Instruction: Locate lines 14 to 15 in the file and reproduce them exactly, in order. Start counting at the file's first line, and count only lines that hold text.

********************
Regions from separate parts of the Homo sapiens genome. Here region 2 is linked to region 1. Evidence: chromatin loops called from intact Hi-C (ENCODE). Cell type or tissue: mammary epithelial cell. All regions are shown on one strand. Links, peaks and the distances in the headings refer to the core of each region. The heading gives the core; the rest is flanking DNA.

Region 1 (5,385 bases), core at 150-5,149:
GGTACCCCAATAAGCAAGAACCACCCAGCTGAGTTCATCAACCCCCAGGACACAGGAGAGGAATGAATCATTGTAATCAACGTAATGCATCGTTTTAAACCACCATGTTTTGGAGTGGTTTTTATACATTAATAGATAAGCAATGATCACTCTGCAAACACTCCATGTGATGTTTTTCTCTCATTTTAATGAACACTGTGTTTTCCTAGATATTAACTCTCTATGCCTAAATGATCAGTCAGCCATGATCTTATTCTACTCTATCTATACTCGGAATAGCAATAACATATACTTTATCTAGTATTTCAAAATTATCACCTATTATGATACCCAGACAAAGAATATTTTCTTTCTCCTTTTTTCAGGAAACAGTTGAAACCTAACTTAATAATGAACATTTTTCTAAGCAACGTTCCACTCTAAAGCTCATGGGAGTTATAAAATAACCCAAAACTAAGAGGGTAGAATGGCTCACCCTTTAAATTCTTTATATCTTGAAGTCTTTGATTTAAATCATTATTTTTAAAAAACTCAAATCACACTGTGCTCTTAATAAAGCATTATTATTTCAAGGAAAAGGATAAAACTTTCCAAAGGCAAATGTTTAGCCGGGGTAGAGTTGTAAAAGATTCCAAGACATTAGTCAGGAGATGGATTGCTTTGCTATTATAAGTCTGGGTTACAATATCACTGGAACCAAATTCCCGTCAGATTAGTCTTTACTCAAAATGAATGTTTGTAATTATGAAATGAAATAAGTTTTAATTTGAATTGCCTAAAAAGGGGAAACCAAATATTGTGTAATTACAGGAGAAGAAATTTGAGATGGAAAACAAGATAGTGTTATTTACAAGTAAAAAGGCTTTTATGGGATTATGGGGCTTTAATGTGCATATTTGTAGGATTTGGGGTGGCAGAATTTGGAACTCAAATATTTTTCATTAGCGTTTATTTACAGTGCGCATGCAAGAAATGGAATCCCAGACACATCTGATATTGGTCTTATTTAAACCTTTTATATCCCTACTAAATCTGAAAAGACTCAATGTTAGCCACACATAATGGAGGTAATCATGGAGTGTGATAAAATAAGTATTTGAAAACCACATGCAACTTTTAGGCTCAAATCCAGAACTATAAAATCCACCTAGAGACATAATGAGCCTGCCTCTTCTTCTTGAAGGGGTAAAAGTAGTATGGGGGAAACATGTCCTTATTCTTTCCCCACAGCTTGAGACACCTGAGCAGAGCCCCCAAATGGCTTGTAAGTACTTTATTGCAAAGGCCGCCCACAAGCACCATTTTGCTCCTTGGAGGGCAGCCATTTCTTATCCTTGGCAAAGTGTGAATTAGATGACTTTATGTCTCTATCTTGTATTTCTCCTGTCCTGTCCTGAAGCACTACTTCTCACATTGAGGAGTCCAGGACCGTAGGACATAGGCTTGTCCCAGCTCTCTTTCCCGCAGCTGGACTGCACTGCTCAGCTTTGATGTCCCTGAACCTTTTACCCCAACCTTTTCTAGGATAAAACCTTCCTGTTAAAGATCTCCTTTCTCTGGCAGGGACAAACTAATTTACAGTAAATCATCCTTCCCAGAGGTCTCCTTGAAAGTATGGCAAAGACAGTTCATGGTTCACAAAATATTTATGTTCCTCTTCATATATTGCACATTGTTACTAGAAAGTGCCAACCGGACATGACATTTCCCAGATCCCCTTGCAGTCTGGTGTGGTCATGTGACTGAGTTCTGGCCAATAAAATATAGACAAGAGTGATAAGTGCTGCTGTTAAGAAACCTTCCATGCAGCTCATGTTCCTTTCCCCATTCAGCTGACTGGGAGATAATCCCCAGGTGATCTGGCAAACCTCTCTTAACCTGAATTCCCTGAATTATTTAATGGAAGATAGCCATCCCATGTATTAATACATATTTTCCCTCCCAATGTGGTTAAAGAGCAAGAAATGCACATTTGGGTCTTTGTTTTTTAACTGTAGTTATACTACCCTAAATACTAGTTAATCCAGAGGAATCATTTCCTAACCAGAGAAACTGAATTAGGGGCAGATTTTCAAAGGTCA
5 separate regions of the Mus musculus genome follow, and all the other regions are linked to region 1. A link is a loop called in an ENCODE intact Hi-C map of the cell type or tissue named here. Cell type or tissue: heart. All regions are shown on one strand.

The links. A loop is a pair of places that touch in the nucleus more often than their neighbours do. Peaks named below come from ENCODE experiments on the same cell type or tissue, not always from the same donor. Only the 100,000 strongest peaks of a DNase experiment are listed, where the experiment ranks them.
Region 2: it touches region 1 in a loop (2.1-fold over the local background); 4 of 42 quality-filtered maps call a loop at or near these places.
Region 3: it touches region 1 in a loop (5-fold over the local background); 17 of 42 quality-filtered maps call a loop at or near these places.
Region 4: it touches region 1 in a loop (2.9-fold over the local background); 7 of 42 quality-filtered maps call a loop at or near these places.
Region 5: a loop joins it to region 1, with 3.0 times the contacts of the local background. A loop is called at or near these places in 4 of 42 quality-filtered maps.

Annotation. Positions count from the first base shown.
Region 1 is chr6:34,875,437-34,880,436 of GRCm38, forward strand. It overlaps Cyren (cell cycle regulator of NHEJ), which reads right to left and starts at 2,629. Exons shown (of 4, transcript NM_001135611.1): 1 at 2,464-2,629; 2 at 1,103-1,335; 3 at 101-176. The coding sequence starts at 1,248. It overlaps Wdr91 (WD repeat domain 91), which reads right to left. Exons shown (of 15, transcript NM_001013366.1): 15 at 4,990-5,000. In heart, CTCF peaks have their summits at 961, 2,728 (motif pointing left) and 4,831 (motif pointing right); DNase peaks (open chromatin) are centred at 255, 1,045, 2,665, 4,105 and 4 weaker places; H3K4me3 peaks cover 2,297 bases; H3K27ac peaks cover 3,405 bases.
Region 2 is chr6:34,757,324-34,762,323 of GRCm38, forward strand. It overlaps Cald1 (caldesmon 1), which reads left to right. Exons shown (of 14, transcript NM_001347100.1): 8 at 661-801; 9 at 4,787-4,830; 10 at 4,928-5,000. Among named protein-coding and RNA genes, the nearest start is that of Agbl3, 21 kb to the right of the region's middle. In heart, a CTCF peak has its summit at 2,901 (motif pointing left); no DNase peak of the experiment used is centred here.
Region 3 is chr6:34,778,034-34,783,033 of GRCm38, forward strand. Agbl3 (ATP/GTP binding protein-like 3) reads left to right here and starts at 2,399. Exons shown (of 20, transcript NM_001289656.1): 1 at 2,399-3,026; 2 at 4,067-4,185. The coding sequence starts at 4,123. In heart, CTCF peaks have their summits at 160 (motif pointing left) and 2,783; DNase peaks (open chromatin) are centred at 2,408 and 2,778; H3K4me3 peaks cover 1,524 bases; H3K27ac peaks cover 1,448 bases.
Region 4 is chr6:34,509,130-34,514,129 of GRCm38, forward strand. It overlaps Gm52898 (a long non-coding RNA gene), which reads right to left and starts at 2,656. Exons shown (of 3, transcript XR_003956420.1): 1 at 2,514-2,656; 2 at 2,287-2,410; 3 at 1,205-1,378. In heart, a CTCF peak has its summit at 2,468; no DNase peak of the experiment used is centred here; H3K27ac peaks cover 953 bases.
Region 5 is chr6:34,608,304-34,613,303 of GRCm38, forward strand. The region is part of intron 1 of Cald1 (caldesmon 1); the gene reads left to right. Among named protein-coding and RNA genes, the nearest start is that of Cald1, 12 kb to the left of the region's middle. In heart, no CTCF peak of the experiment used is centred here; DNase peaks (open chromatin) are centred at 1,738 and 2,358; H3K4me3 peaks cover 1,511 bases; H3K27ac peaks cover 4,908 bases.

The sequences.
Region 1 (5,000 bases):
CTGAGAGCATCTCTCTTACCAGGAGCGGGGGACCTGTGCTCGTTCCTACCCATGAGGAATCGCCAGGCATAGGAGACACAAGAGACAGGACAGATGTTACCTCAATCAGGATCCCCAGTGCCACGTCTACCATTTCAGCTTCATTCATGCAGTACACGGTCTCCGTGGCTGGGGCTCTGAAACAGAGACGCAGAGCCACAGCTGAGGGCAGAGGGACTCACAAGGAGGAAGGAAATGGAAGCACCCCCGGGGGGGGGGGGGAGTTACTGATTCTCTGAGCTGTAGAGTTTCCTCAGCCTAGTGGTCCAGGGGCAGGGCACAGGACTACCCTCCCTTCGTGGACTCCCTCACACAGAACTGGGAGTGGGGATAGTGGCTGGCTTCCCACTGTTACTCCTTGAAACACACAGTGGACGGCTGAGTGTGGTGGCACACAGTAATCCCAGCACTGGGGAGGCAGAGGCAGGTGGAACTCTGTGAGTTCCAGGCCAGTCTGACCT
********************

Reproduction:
Region 4 is chr6:34,509,130-34,514,129 of GRCm38, forward strand. It overlaps Gm52898 (a long non-coding RNA gene), which reads right to left and starts at 2,656. Exons shown (of 3, transcript XR_003956420.1): 1 at 2,514-2,656; 2 at 2,287-2,410; 3 at 1,205-1,378. In heart, a CTCF peak has its summit at 2,468; no DNase peak of the experiment used is centred here; H3K27ac peaks cover 953 bases.
Region 5 is chr6:34,608,304-34,613,303 of GRCm38, forward strand. The region is part of intron 1 of Cald1 (caldesmon 1); the gene reads left to right. Among named protein-coding and RNA genes, the nearest start is that of Cald1, 12 kb to the left of the region's middle. In heart, no CTCF peak of the experiment used is centred here; DNase peaks (open chromatin) are centred at 1,738 and 2,358; H3K4me3 peaks cover 1,511 bases; H3K27ac peaks cover 4,908 bases.